|Veröffentlichungsdatum||13. Mai 2014|
|Eingetragen||15. Jan. 2013|
|Prioritätsdatum||16. Aug. 2011|
|Auch veröffentlicht unter||US20130129568|
|Veröffentlichungsnummer||13741411, 741411, US 8724111 B2, US 8724111B2, US-B2-8724111, US8724111 B2, US8724111B2|
|Ursprünglich Bevollmächtigter||Alex Gusev|
|Zitat exportieren||BiBTeX, EndNote, RefMan|
|Patentzitate (15), Klassifizierungen (6)|
|Externe Links: USPTO, USPTO-Zuordnung, Espacenet|
This application is a continuation-in-part of U.S. application Ser. No. 13/210,632, filed on Aug. 16, 2011. The entire disclosure of the above application is incorporated herein by reference.
The present invention relates to the field of laser flash photolysis and more particularly to a flash photolysis system with improved performance over existing flash photolysis spectrometers.
This section provides background information related to the present disclosure which is not necessarily prior art.
Laser flash photolysis (LFP) is a technique utilized to study reaction mechanisms in chemical and biological processes. The technique was introduced in 1966 by Lindqvist at the CNRS in France and the technique was quickly developed by various research groups around the world. LFP was brought about by the invention of the laser in the early 1960s. The technique of LFP consists of a pulsed laser source that generates a chemical species in a sample to be studied, an optical and electronic system capable of sensing optical changes in a sample, and a computer suitably equipped to selectively capture, process, and display the data. The optical and electronic systems constitute a fast spectrometer capable of acquiring spectra of short-lived chemical species called “intermediates.” The optical and electronic systems then record the evolution of the intermediates over time. The time resolution in such fast spectrometer can be achieved by two primary methods.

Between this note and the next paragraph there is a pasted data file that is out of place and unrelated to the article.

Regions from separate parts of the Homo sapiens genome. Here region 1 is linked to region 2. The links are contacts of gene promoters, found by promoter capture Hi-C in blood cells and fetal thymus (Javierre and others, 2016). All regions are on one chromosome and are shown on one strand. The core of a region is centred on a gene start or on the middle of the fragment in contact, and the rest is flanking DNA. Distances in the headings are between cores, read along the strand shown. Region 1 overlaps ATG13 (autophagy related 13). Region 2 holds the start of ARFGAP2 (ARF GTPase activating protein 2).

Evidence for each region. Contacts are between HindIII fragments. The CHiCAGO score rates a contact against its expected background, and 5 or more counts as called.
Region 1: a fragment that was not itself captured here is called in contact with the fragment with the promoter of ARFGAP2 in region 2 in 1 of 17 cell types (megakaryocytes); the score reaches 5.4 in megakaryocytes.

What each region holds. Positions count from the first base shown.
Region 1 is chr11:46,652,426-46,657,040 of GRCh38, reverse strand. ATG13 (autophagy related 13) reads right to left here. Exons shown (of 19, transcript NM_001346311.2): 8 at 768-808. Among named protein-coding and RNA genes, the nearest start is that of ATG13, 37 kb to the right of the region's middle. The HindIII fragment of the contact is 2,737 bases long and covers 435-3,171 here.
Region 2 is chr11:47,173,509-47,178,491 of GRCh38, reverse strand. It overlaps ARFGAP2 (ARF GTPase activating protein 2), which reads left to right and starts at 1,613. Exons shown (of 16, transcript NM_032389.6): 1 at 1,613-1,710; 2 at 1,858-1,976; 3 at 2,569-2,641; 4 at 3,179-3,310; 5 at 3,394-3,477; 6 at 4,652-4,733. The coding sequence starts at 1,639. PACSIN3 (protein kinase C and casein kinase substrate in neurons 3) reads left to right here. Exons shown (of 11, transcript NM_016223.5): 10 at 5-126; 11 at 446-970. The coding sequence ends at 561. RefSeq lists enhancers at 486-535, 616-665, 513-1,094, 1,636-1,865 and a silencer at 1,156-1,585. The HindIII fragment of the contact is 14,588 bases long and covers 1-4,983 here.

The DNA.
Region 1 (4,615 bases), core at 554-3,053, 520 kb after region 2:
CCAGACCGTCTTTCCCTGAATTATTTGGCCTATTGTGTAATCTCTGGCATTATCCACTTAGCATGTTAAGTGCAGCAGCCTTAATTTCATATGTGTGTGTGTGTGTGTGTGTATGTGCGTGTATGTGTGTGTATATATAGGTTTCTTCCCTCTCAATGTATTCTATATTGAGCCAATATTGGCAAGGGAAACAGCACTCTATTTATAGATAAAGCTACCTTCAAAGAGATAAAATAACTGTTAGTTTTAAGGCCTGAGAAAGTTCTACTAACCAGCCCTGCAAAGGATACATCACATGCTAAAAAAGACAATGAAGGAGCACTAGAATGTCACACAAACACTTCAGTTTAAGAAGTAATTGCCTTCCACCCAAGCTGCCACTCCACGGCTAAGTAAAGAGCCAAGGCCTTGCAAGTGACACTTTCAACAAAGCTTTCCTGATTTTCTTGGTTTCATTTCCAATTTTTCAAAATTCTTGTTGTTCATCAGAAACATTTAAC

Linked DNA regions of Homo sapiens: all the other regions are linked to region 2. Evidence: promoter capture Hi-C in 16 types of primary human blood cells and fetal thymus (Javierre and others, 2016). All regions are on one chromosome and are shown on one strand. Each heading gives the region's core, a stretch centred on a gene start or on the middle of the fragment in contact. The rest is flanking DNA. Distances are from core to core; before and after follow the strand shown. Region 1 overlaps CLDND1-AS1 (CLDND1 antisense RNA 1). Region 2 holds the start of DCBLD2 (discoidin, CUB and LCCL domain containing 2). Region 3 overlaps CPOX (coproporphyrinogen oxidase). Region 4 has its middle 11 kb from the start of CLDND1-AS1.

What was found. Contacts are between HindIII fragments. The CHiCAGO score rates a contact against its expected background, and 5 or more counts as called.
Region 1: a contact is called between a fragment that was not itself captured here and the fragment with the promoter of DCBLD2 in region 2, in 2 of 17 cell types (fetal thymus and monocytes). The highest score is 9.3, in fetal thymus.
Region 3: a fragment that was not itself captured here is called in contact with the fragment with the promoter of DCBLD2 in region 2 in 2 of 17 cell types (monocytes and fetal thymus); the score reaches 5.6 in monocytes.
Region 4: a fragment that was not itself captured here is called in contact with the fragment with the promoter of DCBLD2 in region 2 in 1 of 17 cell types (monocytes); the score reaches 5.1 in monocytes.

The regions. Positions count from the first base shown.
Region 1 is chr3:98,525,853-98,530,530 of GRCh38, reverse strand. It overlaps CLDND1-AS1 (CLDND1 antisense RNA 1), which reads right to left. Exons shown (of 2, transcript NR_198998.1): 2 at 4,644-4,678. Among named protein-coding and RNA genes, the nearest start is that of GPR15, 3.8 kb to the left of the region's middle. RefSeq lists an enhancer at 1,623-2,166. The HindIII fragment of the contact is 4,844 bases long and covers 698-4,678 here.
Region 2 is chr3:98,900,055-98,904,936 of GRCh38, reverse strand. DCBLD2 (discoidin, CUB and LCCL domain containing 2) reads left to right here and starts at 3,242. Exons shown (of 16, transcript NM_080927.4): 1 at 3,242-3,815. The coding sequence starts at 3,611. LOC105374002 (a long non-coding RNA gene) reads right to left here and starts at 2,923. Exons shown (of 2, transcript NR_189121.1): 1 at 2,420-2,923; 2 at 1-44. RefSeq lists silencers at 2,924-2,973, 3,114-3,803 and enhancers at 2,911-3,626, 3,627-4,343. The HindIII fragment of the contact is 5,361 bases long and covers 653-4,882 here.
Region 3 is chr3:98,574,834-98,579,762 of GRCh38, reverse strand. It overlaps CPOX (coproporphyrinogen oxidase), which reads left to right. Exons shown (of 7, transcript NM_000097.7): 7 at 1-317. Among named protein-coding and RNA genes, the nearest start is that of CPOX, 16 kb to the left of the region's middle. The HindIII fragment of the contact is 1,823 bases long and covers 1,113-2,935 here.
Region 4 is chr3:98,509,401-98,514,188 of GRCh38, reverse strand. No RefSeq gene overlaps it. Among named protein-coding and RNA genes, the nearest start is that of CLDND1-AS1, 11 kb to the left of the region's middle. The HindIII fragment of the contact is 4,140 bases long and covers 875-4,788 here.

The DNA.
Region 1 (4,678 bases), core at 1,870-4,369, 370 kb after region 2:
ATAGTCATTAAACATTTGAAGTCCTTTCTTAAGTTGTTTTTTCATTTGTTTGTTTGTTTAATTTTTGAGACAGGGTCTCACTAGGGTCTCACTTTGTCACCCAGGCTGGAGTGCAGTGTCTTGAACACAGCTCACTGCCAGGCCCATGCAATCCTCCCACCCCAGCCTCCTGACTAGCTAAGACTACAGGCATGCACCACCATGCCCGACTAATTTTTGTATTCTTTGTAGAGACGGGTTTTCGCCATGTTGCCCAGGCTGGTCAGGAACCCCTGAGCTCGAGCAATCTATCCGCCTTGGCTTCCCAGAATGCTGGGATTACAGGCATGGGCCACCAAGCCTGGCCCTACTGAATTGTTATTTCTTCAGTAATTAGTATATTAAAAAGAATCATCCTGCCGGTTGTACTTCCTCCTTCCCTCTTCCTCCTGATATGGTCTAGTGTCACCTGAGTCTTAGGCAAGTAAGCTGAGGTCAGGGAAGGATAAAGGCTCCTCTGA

A first method includes use of fast electronics where a readout of a fast detector is digitized and recorded in real time, or when an electronic gating is applied to the detector. The electronic gating is typically used with array-based spectrometers where the output cannot be processed rapidly enough to perform real time data acquisition. Both techniques typically utilize continuous wave (CW) or pulsed xenon arc lamps as a probe light source. Due to the low intrinsic brightness and poor collimation of a probe beam produced by the probe light source, an optical overlap between the probe and a pump (excitation) beam takes place over an area of approximately 1 cm2, thereby placing energy requirements on the laser pulse necessary to induce chemical changes in the sample. The corresponding pump laser pulses typically have energy of a few millijoules. Because of the pulse energy requirement, only a limited number of lasers, known as Q-switched lasers, can be used with the xenon arc lamp probe light source to produce the required energy.